For now, fall has definitely set in with cold nights and we’re on leaf alert for surrounding areas. It’s autumn in the Shenandoah Valley….

Photos by Lynn R. Mitchell

Cross-posted at BearingDrift.com

Why a Domestic Violence Awareness Month?

October is Domestic Violence Awareness month. How ironic … one of the most beautiful months of the year is used to promote awareness of one of the most aggressive and oppressive acts between two people.

Forty years ago domestic violence was rarely mentioned. Today there are places to go and people to talk with about physical, mental, and emotional abuse, but many still keep it hidden away … tamped down, but never forgotten.

One in four women and one in seven men have been the victims of severe physical violence from a partner in their lifetime and even more shockingly, one in five children are exposed to domestic violence each year with 90% of these children witnessing the violence themselves, according to the National Coalition Against Domestic Violence.

Those who experience abuse may suffer from a loss of self esteem, depression, inability to trust, questioning spiritual faith, hopelessness, lack of motivation. Some turn to drugs and alcohol. In severe cases those who are abused may contemplate suicide.

Some may walk away. Leave. Find a new life.

The video above is of a 62-year-old woman who endured 23 years of abuse married to a pastor.  She discovered there was life after that abusive marriage.

For help: 800-799-SAFE / thehotline.org

31 Days of October, Day 12

Today felt like fall. Low, cool temps, low humidity, breezy … sweater weather. It was perfect for outdoor yard work preparing for winter. Until our first frost, the garden will continue to produce but cold weather is on tap for the next week with overnight temps in the 30s.


Jalapenos


A renegade limb on the maple tree beside the deck is turning burgundy while everything else is still green.


Serviceberries


Leafless aspen tree


“Gentle Heat”


Herbs, chives


Late season bloom … it will never make a pumpkin.

Fall tomatoes

The autumn garden, played out and ready to be put to bed for winter

Almost the last of the jalapenos

This afternoon I tackled this flower garden while Mr. Mitchell mowed….

… and got it halfway finished before we stopped for the day.

Photos by Lynn R. Mitchell

Cross-posted at BearingDrift.com

31 Days of October, Day 11


West of Staunton we had rain today so I dug into the archives and pulled out more pics from Highland County, the nearest thing we have to New England with its bright reds and burgundies and golds. It doesn’t look like this yet but temps in the 30s this weekend should help speed up the process.

Photos by Lynn R. Mitchell

Cross-posted at BearingDrift.com

Rain

Rain 5 (2)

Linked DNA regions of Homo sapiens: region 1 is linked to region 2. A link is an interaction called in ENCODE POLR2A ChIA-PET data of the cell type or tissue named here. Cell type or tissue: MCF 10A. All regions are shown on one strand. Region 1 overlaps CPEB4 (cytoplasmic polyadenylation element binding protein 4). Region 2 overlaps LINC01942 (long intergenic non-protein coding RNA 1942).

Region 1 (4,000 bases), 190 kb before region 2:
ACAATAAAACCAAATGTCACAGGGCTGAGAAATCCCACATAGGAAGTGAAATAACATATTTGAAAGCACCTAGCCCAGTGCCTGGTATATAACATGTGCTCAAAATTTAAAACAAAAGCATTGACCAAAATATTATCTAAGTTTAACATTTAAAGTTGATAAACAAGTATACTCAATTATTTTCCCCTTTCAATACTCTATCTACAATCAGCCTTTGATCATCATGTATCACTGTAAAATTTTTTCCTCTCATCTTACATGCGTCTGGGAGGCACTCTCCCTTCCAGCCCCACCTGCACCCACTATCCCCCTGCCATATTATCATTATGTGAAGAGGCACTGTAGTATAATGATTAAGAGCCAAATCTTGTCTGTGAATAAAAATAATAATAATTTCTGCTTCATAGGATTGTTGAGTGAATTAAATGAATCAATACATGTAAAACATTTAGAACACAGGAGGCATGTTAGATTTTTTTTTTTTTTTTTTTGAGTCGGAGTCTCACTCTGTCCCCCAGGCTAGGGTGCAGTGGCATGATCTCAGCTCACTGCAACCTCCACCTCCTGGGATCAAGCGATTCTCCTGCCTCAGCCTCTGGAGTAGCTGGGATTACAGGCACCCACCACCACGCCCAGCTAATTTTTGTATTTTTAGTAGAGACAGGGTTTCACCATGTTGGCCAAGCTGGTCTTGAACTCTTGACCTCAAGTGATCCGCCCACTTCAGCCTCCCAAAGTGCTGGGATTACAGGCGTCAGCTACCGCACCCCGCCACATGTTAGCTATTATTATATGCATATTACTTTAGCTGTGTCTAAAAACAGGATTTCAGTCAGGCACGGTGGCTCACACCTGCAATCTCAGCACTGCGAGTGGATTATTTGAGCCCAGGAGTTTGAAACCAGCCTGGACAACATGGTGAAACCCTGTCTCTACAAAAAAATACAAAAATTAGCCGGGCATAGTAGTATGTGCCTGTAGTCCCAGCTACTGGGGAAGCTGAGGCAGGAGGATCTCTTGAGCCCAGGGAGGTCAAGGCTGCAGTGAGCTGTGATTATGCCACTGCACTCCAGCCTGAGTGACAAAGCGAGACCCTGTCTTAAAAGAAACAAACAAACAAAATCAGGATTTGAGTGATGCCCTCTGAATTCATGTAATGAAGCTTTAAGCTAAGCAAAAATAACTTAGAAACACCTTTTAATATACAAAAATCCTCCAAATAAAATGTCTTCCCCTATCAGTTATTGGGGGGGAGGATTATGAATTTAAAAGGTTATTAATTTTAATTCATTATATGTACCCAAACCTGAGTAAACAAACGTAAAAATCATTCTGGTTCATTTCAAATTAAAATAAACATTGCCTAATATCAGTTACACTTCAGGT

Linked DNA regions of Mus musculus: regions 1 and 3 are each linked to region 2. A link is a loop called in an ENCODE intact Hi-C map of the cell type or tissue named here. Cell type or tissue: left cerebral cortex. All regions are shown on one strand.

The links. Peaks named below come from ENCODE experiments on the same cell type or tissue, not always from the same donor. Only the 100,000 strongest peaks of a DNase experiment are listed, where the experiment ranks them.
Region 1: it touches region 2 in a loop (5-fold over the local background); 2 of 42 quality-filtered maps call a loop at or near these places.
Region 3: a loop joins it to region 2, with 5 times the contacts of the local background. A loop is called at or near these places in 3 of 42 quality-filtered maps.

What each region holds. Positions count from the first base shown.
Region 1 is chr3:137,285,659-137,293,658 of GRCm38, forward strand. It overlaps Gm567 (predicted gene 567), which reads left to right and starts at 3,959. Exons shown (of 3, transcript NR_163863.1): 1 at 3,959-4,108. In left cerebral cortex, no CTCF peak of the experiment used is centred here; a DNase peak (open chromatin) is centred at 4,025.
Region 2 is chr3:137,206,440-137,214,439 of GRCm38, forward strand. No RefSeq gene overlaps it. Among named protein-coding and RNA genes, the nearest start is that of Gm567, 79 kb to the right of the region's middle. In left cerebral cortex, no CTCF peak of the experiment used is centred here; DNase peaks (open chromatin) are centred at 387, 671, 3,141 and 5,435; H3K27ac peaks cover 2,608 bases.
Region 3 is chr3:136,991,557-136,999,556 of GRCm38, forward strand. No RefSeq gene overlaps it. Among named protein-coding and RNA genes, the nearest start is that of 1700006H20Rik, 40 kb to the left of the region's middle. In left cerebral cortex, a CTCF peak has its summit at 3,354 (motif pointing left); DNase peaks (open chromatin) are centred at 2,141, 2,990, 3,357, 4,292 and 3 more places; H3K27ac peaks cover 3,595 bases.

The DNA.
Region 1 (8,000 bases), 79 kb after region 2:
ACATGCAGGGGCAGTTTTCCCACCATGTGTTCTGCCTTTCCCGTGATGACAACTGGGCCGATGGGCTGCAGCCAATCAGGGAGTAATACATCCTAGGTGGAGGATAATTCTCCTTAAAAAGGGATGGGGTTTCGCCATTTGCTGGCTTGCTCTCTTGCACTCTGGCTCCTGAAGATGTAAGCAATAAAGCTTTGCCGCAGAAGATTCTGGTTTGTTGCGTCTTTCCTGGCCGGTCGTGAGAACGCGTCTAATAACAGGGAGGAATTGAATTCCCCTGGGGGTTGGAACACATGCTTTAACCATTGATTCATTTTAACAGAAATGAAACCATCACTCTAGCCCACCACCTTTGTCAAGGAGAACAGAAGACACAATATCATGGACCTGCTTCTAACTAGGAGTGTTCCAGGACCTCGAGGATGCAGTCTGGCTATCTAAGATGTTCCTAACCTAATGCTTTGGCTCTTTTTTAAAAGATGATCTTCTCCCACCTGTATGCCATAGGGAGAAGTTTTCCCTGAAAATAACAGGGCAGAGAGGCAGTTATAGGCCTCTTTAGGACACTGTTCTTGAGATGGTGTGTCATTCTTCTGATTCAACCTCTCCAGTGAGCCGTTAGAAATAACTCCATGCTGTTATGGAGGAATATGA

Dark is coming earlier and earlier these days. Tonight it’s even sooner because of the clouds and rain, presumably outer bands from Hurricane Michael. The outdoors lights are on and I’m sitting on the front porch rocking with my laptop, feet propped on the railing, and listening as raindrops fall on tree leaves and shrubs and splat onto the fallen leaves on the ground.

It’s even a little chilly as the slight wind whooshes across the porch. It’s dusky, not quite dark yet, and quiet.

Ever since I was a little girl rainy days have been a favorite, something I’ve written about in the past, and I’m not really sure why but there’s something cozy about listening to the sound. As I look out the leaves on the redbuds and ash trees are beginning to turn golden. Some are already on the ground. Beside them the maples are still green, waiting their turn to show off with reds and burgundies.

The crickets are humming, their sound mixed in with the rain and the slight sound of wind. Bullfrogs in the nearby pond are calling with their deep-sounding croaks … the bark of a far-off dog can be heard in the distance. If I stay here much longer there will also be the sound of my teeth chattering since I’m barefooted and have no sweater.

This weekend promises to finally usher in the cooler weather we’ve been waiting for to help the fall colors pop. Forecasts hint that we may even see some temps in the 30s, the first of the season. Cold weather is late this year … no first frost yet, no hard freeze.

Think I’ll go grab my jacket and some shoes and then just sit and listen for a while. It’s peaceful, and that’s something I’d like to hang on to a bit longer.

It’s autumn in the Shenandoah Valley….

31 Days of October, Day 10


It’s autumn and the spiders have been extra busy. The past two mornings we’ve noticed their half-moon webs in the coreopsis and on shrubs.


We left in the morning to take a drive to Highland County to check on how the fall leaves were coming along (slowly), and then continued on into West Virginia to check our some other favorite leaf peeping areas (no big changes yet). Taking the back roads that made a big block from Staunton, we ended up at Green Bank, Cass Railroad, and Snowshoe Mountain.


Highland County west of Monterey.